‘Finnish Cinema Is So White,’ Says ‘The Gravedigger’s Wife’ Helmer Khadar Ayderus Ahmed

·4-min read

Finnish writer-director Khadar Ayderus Ahmed, born in Mogadishu, continues to enjoy his first feature’s successful festival run. Screening this week in Toronto, “The Gravedigger’s Wife” premiered at Cannes Critics’ Week in July.

“We finished the shoot in 2019. We were invited to Cannes last year, but decided to wait for better times,” explains the helmer. “In Cannes, me and my family, and my actors, we were the only Somalis in the audience. Now, in Toronto, there is this big Somali community. They are excited and waiting for the film – people are sending me screenshots of their tickets!”

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Inspired by a sudden death that happened in his family 10 years ago in Helsinki, the film shows a man who “hunts bodies for a living,” waiting in front of hospitals for new corpses to bury. But when his wife (Canadian model Yasmin Warsame) needs expensive surgery, gravedigger Guled (Omar Abdi) and his young son Mahad embark on their respective adventures in order to save her.

Counting Misha Jaari, Mark Lwoff and Risto Nikkilä of Helsinki-based Bufo among its producers, with sales handled by Orange Studio, the story gave Ahmed a chance to come back to his roots and – with the help of cinematographer Arttu Peltomaa, pictured – show the beauty of a country better known for its hardships, he says.

“People appreciate that I show these characters in a completely different light. They see it as a love story, just the way I wanted, but they also understand that even though this film deals with some heavy topics, it never gives up on hope. There are always miracles happening,” he says, describing early reactions as “overwhelming”.

“We are used to watching African stories through the lenses of Western filmmakers. It has been difficult for me: Everything is always about war or human trafficking, all these one-dimensional, stereotypical images one can imagine. I would go: ‘Where is the love?’ Where are the love stories I grew up with, love stories I have seen in my own family? I wanted to show there is love in that part of the world, too.”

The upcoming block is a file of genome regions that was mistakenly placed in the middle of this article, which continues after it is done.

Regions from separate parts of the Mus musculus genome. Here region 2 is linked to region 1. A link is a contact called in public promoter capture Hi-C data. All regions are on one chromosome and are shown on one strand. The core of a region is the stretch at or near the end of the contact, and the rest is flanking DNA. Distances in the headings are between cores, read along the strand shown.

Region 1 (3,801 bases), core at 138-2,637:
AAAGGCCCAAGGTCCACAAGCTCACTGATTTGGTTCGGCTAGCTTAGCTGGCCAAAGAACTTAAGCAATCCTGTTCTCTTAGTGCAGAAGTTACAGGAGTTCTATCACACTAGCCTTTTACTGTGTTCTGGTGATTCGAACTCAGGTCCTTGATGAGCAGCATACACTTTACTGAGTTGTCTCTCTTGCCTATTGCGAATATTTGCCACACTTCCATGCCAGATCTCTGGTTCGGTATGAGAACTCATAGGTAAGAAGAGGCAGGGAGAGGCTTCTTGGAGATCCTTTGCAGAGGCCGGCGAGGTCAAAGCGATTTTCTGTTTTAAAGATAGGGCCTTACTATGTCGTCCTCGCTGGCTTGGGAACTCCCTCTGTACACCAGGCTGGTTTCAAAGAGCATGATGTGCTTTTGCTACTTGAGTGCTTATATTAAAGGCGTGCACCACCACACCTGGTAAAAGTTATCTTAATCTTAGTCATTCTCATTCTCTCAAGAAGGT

Chosen as the opening film of Love & Anarchy – Helsinki International Film Festival’s industry sidebar, the Finnish Film Affair, kicking off on Sept. 22 – and following last year’s choice, “Any Day Now” by Finnish-Iranian Hamy Ramezan – “The Gravedigger’s Wife” could encourage Finnish cinema to embrace diversity, Ahmed says.

“There have been a lot of talks but I have yet to see anybody doing anything about it,” he says. “Some actions need to be taken. Finnish cinema is so white – it’s not really that diverse, at all. I hope that this film, or this type of cinema, is going to push the industry into another direction.”

Admitting that even his crew members weren’t familiar with African films before the shoot, Ahmed also had difficulties with finding similar stories to Alain Gomis’ “Félicité” or Abderrahmane Sissako’s Oscar nominee “Timbuktu” in Finland.

“There is no place for them in this country. If you look at

Yle Areena, there are lots of European films, American films, but you don’t see African films. Even at festivals, such as Love & Anarchy, you see maybe a few, recruited from some other A-list events. Things won’t change unless Finnish audience is properly introduced to these types of stories,” he says.

“We used to hear that Black films don’t travel, which turned out to be a myth as well. Finnish distributors decide not to show them, but people are really interested,” he says, mentioning that, internationally at least, things are changing, with the likes of “Feathers” by Egyptian director Omar El Zohairy, “Neptune Frost” or main competition title “Lingui, The Sacred Bones” joining “The Gravedigger’s Wife” in Cannes this year.

“Before, you would have just one African film at the entire festival. I really hope it’s not just a trend but a real change that’s going to happen,” he adds.

Admitting he wanted to inspire other Somali filmmakers to make their own films in their mother tongue, Ahmed isn’t quite ready to stop.

“I was telling my friends, and my colleagues, that this is just the beginning. From now on, I want to make every film in Africa. That’s for sure.”

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